Many people in corporate responsibility assume that “good” and “bad” are easy to define. This vocation is filled with binary assumptions and pseudoscientific rankings. Reach the top of the index, follow that code, then apply this new standard. This is what the profession is built on.

This is true for many reasons. Scientifically established environmental limits can be found. Declarations and covenants that clearly define human rights have a near universal international consensus. It is unquestionably a good thing to help people get out of poverty.

This sense of certainty makes me feel uncomfortable. I feel something is not right in me.

It is not always easy to define “good” or “bad”. These scenarios are examples of situations where responsible and wise people might come to very different conclusions about the best course of action.

  • Many countries have poor human rights records, and inefficient governance. Are companies allowed to avoid entering these markets? Or is it okay for them to invest in those countries and help improve human rights protections.
  • Critics have raised concerns about the entertainment industry’s portrayal of torture and other human rights violations in TV, film, and video games. Films that depict torture are they promoting it or exposing?
  • The government has a responsibility to enforce laws protecting citizens’ rights. How can we balance surveillance activities while respecting privacy rights? Is it appropriate for companies to cooperate with law enforcement agencies?
  • Printing 3D objects can have huge benefits for the environment and society. What can companies do to ensure that 3D printing software and hardware is not misused?
  • My favorite: Is it right to create ever more advanced weapons systems that are more likely hit their target?

Although universal standards and international codes are always available, there is often considerable flexibility in the way they can be achieved. Different schools of ethics can lead to different paths of action. A utilitarian who seeks the greatest happiness for the most people would come up with a different conclusion from someone who is rights-based. Some people believe that intent is more important than outcomes. Others think outcomes are more important than intent.

Business and ethics collide

As the root word “busy”, business is what we do. When business and ethics meet, it’s called applied ethics. These are real-life situations where ethical questions of right, wrong, good, and bad are put to the test in business contexts.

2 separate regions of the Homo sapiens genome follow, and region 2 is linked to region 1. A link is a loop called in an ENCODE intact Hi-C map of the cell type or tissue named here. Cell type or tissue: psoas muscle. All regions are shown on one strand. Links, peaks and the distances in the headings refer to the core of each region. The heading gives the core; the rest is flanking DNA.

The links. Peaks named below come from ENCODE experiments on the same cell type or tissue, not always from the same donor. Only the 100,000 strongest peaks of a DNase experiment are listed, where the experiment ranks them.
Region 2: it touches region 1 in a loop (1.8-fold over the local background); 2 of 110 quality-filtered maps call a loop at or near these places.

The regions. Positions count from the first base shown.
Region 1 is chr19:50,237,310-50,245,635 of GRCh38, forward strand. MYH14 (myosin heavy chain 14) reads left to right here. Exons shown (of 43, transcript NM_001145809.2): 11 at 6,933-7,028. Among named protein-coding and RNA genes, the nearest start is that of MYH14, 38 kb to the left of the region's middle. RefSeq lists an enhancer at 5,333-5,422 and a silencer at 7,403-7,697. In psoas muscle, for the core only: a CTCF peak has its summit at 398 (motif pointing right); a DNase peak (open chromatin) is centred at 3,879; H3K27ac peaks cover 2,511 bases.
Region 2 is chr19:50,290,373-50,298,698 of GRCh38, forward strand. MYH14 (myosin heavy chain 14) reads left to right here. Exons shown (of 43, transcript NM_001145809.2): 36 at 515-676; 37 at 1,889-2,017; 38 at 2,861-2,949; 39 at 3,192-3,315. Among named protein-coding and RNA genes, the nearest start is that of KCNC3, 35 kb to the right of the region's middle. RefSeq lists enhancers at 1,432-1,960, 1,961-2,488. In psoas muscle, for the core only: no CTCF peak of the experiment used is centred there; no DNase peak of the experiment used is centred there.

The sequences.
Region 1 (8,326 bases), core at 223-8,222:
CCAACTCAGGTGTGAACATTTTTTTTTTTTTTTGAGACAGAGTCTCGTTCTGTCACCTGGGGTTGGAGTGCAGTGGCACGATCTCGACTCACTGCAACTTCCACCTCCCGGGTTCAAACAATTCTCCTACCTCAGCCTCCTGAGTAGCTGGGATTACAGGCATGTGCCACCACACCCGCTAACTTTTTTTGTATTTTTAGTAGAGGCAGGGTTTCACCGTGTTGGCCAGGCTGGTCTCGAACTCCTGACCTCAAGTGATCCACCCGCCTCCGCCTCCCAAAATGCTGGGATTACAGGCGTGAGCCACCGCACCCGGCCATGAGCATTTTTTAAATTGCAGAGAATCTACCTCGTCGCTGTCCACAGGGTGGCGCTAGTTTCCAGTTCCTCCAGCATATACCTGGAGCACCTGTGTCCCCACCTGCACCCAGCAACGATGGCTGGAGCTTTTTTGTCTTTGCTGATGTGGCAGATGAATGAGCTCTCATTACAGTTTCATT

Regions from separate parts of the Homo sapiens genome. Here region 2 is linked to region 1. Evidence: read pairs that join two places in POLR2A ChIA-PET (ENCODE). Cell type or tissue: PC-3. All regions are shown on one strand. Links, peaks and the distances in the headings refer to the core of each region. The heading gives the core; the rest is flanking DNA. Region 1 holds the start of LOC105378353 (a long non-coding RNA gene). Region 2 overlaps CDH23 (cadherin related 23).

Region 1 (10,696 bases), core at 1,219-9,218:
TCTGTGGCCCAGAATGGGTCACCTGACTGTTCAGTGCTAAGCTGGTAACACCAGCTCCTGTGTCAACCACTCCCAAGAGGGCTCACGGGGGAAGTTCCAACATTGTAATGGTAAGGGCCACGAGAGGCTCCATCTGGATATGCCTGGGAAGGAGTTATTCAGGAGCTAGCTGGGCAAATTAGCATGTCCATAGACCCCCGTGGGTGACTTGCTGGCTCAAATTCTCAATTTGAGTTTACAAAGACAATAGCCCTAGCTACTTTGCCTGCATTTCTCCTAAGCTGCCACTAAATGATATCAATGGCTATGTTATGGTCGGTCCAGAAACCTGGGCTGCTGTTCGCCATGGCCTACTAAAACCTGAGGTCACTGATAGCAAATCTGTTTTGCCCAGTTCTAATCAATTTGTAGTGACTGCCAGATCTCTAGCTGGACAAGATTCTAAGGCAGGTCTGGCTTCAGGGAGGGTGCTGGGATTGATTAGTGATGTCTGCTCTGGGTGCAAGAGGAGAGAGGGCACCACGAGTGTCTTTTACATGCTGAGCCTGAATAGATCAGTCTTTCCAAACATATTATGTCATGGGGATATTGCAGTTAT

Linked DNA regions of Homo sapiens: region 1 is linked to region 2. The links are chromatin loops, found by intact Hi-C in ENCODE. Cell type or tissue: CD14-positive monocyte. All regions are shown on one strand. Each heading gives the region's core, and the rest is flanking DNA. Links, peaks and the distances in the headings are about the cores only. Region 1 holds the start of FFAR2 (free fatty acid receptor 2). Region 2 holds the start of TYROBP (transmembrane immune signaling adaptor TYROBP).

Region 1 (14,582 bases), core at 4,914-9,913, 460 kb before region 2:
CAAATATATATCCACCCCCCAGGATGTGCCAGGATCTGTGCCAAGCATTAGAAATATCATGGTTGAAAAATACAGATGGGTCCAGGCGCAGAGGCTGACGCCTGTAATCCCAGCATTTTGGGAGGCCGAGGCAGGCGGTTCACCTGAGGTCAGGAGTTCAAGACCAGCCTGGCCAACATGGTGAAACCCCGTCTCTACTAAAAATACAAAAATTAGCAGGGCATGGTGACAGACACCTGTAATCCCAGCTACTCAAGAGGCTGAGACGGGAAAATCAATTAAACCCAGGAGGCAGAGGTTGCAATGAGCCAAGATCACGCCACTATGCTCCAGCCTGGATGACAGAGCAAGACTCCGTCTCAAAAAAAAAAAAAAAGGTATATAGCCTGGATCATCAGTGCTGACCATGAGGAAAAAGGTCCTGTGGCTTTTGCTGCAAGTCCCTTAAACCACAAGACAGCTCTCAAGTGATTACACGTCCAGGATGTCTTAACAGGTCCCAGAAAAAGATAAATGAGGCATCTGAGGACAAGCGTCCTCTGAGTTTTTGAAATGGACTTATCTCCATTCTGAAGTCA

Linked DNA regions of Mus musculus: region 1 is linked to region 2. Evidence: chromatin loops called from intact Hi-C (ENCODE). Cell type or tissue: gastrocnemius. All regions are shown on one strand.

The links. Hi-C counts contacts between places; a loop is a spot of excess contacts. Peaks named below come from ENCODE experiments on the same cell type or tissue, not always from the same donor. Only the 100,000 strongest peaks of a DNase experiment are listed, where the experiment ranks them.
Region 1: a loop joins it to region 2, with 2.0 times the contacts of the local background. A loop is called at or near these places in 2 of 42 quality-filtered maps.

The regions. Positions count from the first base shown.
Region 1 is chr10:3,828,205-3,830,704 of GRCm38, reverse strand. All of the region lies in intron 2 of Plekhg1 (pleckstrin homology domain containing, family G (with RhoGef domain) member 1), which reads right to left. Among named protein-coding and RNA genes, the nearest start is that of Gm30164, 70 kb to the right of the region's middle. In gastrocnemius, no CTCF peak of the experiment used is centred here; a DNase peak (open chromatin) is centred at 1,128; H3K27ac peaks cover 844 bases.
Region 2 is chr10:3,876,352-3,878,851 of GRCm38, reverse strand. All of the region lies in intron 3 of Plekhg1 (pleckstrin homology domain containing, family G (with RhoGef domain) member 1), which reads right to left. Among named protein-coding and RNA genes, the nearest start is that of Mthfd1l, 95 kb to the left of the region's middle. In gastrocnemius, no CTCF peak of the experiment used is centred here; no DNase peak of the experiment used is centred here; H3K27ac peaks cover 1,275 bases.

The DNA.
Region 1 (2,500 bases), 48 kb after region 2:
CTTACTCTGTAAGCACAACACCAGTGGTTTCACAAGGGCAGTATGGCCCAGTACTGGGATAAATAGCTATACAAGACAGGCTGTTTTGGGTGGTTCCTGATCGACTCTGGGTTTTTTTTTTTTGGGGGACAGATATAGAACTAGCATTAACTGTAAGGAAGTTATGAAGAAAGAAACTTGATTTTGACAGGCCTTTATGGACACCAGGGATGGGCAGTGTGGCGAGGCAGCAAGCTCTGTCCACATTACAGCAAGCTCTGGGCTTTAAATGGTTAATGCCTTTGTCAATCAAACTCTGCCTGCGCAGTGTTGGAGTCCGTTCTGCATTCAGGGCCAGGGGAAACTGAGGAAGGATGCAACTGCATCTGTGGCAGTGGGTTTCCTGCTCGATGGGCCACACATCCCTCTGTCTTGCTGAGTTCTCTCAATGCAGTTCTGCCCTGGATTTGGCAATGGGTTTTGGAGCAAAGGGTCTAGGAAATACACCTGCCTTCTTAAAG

These examples show that companies often find themselves in situations where multiple perspectives are available on the best option.

What should an ethical company do in this situation?

The traditional corporate responsibility approach to corporate responsibility is to “respond” to stakeholders’ concerns. But, this seems a little too easy. Stakeholders often have more information about companies’ products, services, or technologies than they do. So who is to say that stakeholders will raise the most pertinent ethical issues?

Companies should not wait for others to raise concerns. Instead, they should be proactive about identifying the options available, possible decisions and ethical dilemmas.

Companies can be more proactive in expressing their views on ethical issues and starting a debate. It could be in the form of white papers, opinion pieces from knowledgeable experts or direct engagement with stakeholders. But, my point is that companies should start conversations and not just respond to these issues.

Companies can certainly spark debate but they must also be open to other perspectives and accept that outside perspectives will influence decision-making. It is the society as a whole that must make ethical and moral decisions, not just individual companies.

Wide-ranging discussions about the “right” approach for companies addressing privacy and freedom to expression have shaped a number of initiatives in the information and communication technology industry, such as the Global Network Initiative or the Telecommunications Industry Dialogue.

This blog was created to help readers look beyond the codes, rankings and standards to ask important questions. Are we blindly following notions of right or wrong that aren’t up to scrutiny? Is it possible to take one version of the good as a given and ignore all other options? What ethical basis do we base our judgements? Are we sufficiently informed about the issues to make an ethical value judgement?

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